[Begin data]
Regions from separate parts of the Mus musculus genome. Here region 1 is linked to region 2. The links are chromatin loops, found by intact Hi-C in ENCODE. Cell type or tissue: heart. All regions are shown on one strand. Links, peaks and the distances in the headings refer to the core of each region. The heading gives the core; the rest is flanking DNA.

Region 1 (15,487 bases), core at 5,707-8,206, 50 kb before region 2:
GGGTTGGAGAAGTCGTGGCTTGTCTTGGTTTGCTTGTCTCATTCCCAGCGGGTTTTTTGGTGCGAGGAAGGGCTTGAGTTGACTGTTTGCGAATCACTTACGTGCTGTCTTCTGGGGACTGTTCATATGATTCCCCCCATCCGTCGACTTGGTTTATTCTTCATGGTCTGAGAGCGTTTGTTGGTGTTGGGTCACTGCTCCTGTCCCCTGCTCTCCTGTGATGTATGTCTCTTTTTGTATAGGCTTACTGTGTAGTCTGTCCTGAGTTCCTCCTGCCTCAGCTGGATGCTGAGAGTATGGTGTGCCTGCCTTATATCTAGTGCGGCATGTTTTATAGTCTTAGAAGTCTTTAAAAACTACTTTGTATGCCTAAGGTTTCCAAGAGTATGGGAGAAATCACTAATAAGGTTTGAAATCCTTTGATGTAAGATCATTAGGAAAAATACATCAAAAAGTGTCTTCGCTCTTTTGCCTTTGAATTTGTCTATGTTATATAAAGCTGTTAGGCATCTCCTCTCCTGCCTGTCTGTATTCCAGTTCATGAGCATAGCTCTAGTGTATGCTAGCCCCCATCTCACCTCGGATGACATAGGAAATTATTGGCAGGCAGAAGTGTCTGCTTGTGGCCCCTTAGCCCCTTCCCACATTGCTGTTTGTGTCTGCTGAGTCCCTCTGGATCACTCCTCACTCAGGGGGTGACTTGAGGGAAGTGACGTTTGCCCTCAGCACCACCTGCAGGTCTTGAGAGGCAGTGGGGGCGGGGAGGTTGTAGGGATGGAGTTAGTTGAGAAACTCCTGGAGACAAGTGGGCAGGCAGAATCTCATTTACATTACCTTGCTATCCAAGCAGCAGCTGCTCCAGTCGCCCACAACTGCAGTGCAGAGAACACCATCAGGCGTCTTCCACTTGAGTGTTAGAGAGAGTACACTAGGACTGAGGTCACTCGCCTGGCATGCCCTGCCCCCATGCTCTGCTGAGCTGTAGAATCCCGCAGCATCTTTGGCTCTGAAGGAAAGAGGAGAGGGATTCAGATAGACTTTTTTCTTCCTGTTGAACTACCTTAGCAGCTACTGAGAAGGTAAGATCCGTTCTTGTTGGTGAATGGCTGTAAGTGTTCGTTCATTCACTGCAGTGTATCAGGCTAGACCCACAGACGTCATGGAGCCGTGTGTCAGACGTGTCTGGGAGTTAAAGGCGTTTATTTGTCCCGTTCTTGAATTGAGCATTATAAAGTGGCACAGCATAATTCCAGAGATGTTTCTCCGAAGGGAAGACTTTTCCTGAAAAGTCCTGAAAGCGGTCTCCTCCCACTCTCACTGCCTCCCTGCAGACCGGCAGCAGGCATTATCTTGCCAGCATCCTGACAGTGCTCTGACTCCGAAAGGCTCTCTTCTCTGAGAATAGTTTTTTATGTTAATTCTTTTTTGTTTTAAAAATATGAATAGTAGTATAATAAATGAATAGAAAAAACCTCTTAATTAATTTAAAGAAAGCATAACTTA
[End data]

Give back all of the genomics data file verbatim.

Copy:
Regions from separate parts of the Mus musculus genome. Here region 1 is linked to region 2. The links are chromatin loops, found by intact Hi-C in ENCODE. Cell type or tissue: heart. All regions are shown on one strand. Links, peaks and the distances in the headings refer to the core of each region. The heading gives the core; the rest is flanking DNA.

Region 1 (15,487 bases), core at 5,707-8,206, 50 kb before region 2:
GGGTTGGAGAAGTCGTGGCTTGTCTTGGTTTGCTTGTCTCATTCCCAGCGGGTTTTTTGGTGCGAGGAAGGGCTTGAGTTGACTGTTTGCGAATCACTTACGTGCTGTCTTCTGGGGACTGTTCATATGATTCCCCCCATCCGTCGACTTGGTTTATTCTTCATGGTCTGAGAGCGTTTGTTGGTGTTGGGTCACTGCTCCTGTCCCCTGCTCTCCTGTGATGTATGTCTCTTTTTGTATAGGCTTACTGTGTAGTCTGTCCTGAGTTCCTCCTGCCTCAGCTGGATGCTGAGAGTATGGTGTGCCTGCCTTATATCTAGTGCGGCATGTTTTATAGTCTTAGAAGTCTTTAAAAACTACTTTGTATGCCTAAGGTTTCCAAGAGTATGGGAGAAATCACTAATAAGGTTTGAAATCCTTTGATGTAAGATCATTAGGAAAAATACATCAAAAAGTGTCTTCGCTCTTTTGCCTTTGAATTTGTCTATGTTATATAAAGCTGTTAGGCATCTCCTCTCCTGCCTGTCTGTATTCCAGTTCATGAGCATAGCTCTAGTGTATGCTAGCCCCCATCTCACCTCGGATGACATAGGAAATTATTGGCAGGCAGAAGTGTCTGCTTGTGGCCCCTTAGCCCCTTCCCACATTGCTGTTTGTGTCTGCTGAGTCCCTCTGGATCACTCCTCACTCAGGGGGTGACTTGAGGGAAGTGACGTTTGCCCTCAGCACCACCTGCAGGTCTTGAGAGGCAGTGGGGGCGGGGAGGTTGTAGGGATGGAGTTAGTTGAGAAACTCCTGGAGACAAGTGGGCAGGCAGAATCTCATTTACATTACCTTGCTATCCAAGCAGCAGCTGCTCCAGTCGCCCACAACTGCAGTGCAGAGAACACCATCAGGCGTCTTCCACTTGAGTGTTAGAGAGAGTACACTAGGACTGAGGTCACTCGCCTGGCATGCCCTGCCCCCATGCTCTGCTGAGCTGTAGAATCCCGCAGCATCTTTGGCTCTGAAGGAAAGAGGAGAGGGATTCAGATAGACTTTTTTCTTCCTGTTGAACTACCTTAGCAGCTACTGAGAAGGTAAGATCCGTTCTTGTTGGTGAATGGCTGTAAGTGTTCGTTCATTCACTGCAGTGTATCAGGCTAGACCCACAGACGTCATGGAGCCGTGTGTCAGACGTGTCTGGGAGTTAAAGGCGTTTATTTGTCCCGTTCTTGAATTGAGCATTATAAAGTGGCACAGCATAATTCCAGAGATGTTTCTCCGAAGGGAAGACTTTTCCTGAAAAGTCCTGAAAGCGGTCTCCTCCCACTCTCACTGCCTCCCTGCAGACCGGCAGCAGGCATTATCTTGCCAGCATCCTGACAGTGCTCTGACTCCGAAAGGCTCTCTTCTCTGAGAATAGTTTTTTATGTTAATTCTTTTTTGTTTTAAAAATATGAATAGTAGTATAATAAATGAATAGAAAAAACCTCTTAATTAATTTAAAGAAAGCATAACTTA